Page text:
History of Education in Ancient Israel and Judah Education is defined as, "teaching and learning specific skills, and also something less tangible, but more profound: the imparting of knowledge, positive judgement and well-developed wisdom. Education has as one of its fundamental aspects the imparting of culture from generation to generation (see socialization)", then first formal education can be attributed to the nation of Israel c.1300 BCE, that is c.3300 before present, with adoption of the Torah which means "teaching", "instruction", "scribe", or "law" in Hebrew. Three positive Torah commandments, numbered ten, eleven and seventeen command provision of education in general society:

Houses of Ancient Israel This house is representative of private houses in ancient Israel and Judah from about 1200-586 B.C.E. Such houses, called pillared houses, have been found in both urban and rural settlements. Their ground-floor plans have two or three parallel rooms, partially or completely separated by rows of pillars, extending forward from a broad room at the back. Second stories are not preserved, but through careful excavation archaeologists have been able to demonstrate their existence.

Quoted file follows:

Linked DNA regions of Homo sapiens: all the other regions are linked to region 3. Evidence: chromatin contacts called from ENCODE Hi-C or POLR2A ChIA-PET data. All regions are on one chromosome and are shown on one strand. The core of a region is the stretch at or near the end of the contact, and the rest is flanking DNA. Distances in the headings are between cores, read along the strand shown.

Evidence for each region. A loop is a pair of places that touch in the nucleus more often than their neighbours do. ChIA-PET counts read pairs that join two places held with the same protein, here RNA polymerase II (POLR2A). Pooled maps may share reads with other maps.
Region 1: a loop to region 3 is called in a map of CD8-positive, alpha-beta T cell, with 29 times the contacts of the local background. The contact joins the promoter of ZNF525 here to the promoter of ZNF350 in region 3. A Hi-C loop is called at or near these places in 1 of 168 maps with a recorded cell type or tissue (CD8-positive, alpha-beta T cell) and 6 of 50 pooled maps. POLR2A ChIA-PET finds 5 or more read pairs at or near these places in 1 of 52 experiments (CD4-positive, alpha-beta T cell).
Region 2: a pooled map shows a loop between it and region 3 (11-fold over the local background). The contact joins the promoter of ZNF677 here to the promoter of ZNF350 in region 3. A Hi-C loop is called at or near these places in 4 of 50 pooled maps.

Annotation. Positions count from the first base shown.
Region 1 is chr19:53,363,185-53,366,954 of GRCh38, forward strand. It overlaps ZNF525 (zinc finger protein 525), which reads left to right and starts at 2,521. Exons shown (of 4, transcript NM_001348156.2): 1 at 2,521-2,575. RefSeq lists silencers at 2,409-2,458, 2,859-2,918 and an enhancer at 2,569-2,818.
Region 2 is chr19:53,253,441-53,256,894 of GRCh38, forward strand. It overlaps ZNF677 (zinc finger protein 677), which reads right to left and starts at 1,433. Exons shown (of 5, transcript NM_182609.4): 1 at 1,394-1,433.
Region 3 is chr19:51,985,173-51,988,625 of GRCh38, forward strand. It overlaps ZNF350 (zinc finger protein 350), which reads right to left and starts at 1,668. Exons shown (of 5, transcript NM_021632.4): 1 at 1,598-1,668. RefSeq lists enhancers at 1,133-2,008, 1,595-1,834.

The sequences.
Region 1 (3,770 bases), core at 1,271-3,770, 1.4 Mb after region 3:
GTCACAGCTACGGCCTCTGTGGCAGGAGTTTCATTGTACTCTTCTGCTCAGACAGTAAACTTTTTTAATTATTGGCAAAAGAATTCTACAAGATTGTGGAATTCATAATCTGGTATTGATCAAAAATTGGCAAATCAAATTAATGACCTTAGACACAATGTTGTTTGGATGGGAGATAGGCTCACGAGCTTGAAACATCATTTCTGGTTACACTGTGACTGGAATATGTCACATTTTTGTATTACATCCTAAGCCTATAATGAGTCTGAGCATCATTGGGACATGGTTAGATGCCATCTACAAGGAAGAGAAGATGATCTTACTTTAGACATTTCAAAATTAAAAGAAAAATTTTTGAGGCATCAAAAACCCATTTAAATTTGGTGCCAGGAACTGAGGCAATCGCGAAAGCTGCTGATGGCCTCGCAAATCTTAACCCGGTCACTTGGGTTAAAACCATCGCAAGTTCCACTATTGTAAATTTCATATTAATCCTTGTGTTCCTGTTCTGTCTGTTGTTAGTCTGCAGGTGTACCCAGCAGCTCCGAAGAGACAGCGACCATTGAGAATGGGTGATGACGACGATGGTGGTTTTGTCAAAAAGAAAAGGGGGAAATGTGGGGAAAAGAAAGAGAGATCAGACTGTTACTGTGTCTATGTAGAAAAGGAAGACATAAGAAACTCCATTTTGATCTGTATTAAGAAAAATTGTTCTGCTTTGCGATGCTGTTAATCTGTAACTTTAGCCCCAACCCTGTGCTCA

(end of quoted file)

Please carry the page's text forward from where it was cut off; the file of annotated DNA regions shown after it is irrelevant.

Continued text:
Jewish Education in Ancient Times The importance of education in ancient Judaism is clearly seen in the attitude passed down in the rabbinic dictum that the world is poised on the breath of schoolchildren. Rabbinic law still obligates the father to teach his sons Torah, as well as a trade. The duty to instruct the people has its roots in the Torah with such precepts as Deuteronomy 6:7 where the parents are required to diligently teach the children.